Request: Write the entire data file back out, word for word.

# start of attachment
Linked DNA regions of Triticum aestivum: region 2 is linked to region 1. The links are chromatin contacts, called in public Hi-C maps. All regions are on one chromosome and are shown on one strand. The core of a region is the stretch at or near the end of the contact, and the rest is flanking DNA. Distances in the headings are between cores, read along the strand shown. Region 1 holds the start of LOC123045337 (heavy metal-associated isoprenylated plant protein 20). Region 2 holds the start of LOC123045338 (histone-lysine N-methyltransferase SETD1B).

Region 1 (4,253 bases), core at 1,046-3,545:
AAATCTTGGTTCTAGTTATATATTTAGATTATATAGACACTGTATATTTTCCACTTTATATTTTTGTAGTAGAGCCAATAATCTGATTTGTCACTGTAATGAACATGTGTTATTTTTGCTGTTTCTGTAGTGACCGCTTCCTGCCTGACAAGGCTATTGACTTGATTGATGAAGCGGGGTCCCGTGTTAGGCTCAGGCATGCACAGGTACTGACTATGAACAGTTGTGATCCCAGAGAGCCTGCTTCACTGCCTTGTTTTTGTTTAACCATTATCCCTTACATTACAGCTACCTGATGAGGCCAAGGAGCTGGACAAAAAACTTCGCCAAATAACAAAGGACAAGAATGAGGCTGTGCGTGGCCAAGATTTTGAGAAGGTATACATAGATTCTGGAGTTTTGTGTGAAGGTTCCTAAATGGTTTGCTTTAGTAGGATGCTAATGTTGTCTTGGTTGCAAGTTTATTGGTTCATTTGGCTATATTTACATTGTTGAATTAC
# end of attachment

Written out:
Linked DNA regions of Triticum aestivum: region 2 is linked to region 1. The links are chromatin contacts, called in public Hi-C maps. All regions are on one chromosome and are shown on one strand. The core of a region is the stretch at or near the end of the contact, and the rest is flanking DNA. Distances in the headings are between cores, read along the strand shown. Region 1 holds the start of LOC123045337 (heavy metal-associated isoprenylated plant protein 20). Region 2 holds the start of LOC123045338 (histone-lysine N-methyltransferase SETD1B).

Region 1 (4,253 bases), core at 1,046-3,545:
AAATCTTGGTTCTAGTTATATATTTAGATTATATAGACACTGTATATTTTCCACTTTATATTTTTGTAGTAGAGCCAATAATCTGATTTGTCACTGTAATGAACATGTGTTATTTTTGCTGTTTCTGTAGTGACCGCTTCCTGCCTGACAAGGCTATTGACTTGATTGATGAAGCGGGGTCCCGTGTTAGGCTCAGGCATGCACAGGTACTGACTATGAACAGTTGTGATCCCAGAGAGCCTGCTTCACTGCCTTGTTTTTGTTTAACCATTATCCCTTACATTACAGCTACCTGATGAGGCCAAGGAGCTGGACAAAAAACTTCGCCAAATAACAAAGGACAAGAATGAGGCTGTGCGTGGCCAAGATTTTGAGAAGGTATACATAGATTCTGGAGTTTTGTGTGAAGGTTCCTAAATGGTTTGCTTTAGTAGGATGCTAATGTTGTCTTGGTTGCAAGTTTATTGGTTCATTTGGCTATATTTACATTGTTGAATTAC